Member Comments About This Blog Post:
REYVE01 9/27/2011 9:14PM

    Wow... That is such a cool piece of history.... I want to explore that hike. Glad you and Randy pushed each other.. maybe it's time for a 14er... I want to try next summer...

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    Pretty pathetic I have lived her my whole life and never even knew about this! I hope to maybe check it out once the boys get big enough to hike on their own!

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SVELTEWARRIOR 9/26/2011 9:20PM

    Awesome hike!! Love the history and pictures, thank you for sharing.

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LOTUSBURGER 9/26/2011 4:54PM

    What an interesting hike.
Amazing story.

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EJOY-EVELYN 9/25/2011 11:12PM

    Great blog with beautiful walk and scenery. Thanks for sharing. Wow . . . that was like walking a half marathon (perhaps even more with all the elevations). Thanks for helping us ROCK our first day of fitness miles on our challenge. We're really getting close to landing, now.

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ZIPCONTROL 9/25/2011 10:57PM

  OMG !! This is mind-blowing stuff . I would love to do that hike one day !

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THETURTLEBEAR 9/25/2011 10:09PM

    That's amazing that some survived. Also really amazing that no one has taken that stuff, despite the federal offense. People can be so dense, so it's heartening to see that. They have a WWII downed B-24 Liberator on Trail Peak at Philmont (that place I go in NM). The big joke is (for guys) that you climb up on the wing and take a whiz and then say you took a leak off the wing of a plane at 10,000 feet.

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IMIN2GENES 9/25/2011 8:04PM

    You are so lucky to have so many beautiful places to hike! What an adventure. Thanks for sharing it.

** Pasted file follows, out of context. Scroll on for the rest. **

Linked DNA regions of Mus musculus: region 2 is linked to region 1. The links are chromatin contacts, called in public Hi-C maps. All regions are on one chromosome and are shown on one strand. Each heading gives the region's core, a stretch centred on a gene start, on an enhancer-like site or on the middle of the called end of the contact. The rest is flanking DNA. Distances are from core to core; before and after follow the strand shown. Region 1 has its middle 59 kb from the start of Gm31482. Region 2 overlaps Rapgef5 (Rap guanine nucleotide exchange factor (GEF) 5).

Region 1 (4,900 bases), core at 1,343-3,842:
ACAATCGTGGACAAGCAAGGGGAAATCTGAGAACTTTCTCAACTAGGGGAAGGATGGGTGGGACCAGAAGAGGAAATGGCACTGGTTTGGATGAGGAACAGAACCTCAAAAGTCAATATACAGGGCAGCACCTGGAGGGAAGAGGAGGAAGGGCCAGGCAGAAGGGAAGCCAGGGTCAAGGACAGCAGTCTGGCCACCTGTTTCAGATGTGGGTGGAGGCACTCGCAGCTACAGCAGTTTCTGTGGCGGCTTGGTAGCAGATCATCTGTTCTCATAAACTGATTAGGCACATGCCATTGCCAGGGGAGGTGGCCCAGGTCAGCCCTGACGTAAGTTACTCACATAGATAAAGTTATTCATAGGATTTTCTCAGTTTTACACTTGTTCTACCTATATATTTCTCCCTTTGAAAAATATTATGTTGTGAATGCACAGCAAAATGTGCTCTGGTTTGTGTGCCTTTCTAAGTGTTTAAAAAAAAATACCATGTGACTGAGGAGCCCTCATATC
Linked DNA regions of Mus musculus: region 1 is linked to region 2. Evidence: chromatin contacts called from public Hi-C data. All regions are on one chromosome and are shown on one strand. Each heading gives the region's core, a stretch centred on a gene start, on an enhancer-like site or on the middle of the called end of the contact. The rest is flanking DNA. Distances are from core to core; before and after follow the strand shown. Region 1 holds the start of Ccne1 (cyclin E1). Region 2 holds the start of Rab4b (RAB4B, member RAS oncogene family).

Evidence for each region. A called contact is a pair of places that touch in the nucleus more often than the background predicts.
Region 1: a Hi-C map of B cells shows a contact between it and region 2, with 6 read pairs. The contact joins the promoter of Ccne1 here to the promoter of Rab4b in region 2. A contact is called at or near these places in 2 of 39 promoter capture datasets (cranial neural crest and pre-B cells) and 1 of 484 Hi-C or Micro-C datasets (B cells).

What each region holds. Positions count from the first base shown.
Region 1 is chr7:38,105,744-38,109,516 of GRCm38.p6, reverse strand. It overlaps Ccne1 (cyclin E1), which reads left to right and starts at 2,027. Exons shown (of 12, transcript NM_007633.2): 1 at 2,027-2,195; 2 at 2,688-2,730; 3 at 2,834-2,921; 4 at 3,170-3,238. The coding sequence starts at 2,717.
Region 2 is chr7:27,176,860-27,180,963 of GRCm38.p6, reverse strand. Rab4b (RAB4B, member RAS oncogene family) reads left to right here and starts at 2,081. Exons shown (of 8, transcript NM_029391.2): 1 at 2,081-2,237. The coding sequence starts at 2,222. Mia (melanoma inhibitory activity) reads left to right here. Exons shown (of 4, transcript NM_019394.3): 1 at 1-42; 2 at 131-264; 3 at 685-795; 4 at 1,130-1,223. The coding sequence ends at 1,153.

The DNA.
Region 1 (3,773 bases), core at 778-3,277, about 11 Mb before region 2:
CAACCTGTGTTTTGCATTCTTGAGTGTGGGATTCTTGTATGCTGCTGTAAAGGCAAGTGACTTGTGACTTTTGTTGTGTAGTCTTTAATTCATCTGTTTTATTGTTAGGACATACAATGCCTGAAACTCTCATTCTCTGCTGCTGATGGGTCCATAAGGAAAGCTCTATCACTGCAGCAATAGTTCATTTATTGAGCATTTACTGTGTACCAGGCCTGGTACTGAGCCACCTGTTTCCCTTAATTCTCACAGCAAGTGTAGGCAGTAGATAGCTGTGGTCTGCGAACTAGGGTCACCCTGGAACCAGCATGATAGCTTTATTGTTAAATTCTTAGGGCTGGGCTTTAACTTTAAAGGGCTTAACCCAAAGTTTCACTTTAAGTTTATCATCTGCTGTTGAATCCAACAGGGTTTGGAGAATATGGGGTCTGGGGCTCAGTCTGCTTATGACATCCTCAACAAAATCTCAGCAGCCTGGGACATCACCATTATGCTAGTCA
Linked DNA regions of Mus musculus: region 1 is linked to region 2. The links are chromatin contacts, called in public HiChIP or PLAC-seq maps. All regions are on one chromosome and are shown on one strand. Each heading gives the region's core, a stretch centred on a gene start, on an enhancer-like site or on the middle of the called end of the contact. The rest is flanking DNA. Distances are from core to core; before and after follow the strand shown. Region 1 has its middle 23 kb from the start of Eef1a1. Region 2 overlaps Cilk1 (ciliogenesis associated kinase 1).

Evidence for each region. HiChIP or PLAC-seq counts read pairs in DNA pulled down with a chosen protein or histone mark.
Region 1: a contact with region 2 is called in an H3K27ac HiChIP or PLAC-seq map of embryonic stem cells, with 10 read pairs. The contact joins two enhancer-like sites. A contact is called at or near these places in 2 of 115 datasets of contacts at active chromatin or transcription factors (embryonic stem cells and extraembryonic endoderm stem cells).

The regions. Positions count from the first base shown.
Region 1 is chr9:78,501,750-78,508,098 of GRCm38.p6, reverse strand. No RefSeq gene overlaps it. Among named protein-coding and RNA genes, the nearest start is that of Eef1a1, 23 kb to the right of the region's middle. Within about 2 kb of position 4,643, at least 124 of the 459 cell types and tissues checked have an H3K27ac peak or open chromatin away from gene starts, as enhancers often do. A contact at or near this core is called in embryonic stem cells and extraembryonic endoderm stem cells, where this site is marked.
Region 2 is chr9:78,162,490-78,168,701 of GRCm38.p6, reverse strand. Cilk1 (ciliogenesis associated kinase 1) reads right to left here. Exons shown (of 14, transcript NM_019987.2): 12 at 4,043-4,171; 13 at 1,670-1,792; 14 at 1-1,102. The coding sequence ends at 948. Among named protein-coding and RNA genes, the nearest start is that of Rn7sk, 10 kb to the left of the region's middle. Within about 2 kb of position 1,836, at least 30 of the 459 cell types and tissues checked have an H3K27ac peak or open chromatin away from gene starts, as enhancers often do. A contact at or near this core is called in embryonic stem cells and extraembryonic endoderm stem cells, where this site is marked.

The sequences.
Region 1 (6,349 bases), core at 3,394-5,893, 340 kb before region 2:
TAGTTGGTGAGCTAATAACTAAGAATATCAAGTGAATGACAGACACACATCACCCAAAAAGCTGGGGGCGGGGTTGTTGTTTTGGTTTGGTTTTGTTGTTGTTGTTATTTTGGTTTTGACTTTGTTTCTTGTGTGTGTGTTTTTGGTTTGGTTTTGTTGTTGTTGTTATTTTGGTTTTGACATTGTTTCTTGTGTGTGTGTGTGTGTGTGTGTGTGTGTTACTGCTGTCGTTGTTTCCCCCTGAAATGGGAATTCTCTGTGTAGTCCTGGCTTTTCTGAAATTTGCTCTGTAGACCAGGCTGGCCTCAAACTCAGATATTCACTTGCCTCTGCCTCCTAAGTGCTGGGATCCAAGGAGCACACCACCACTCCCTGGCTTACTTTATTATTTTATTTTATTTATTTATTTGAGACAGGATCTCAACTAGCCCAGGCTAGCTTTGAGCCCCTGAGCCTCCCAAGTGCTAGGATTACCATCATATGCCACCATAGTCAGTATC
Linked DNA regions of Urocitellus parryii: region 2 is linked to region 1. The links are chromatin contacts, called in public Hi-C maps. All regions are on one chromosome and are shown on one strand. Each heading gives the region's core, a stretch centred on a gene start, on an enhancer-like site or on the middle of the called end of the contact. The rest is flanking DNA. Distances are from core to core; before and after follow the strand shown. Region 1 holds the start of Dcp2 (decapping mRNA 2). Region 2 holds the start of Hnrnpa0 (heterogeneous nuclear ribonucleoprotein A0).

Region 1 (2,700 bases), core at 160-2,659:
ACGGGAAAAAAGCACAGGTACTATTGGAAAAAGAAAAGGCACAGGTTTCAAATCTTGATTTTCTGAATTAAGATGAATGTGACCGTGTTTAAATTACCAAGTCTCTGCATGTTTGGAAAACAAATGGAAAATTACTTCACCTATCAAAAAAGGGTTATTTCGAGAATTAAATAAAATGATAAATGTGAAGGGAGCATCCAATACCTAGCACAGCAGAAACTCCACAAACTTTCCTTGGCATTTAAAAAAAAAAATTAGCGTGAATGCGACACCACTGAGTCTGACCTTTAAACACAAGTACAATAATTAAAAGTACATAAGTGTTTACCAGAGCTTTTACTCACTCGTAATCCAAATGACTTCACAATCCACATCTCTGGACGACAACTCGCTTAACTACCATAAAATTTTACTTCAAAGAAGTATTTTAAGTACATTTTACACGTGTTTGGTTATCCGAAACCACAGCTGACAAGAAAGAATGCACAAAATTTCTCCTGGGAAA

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LISAINMS 9/25/2011 6:26PM

    You have so many amazing trails to hike! What an interesting experience.

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KOFFEENUT 9/25/2011 12:11PM

    Thanks for sharing the details and photos about this hike - I had no idea about the crashes during WWII, and you've given me something to do more exploring on!

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MCLAFLIN 9/25/2011 11:56AM

    Just when I had a cool hike, and you upstage me! Really, I love your hiking blogs. I love history, and this was uber interesting to me!

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NEWMAC2011 9/25/2011 10:29AM

    It's great to see so many Teddies getting the Fall 5% off to a great start! The hike sounds wonderful & challenging. Is this how you burn 1,000 calories at a time?

Loved the photos. It's sad how so many have lost their lives to defend our country, but even more tragic when it's a training mission gone bad.

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ASL191 9/25/2011 7:00AM

    What a day!

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SEPTLEFTY 9/25/2011 1:28AM

  Just beautiful.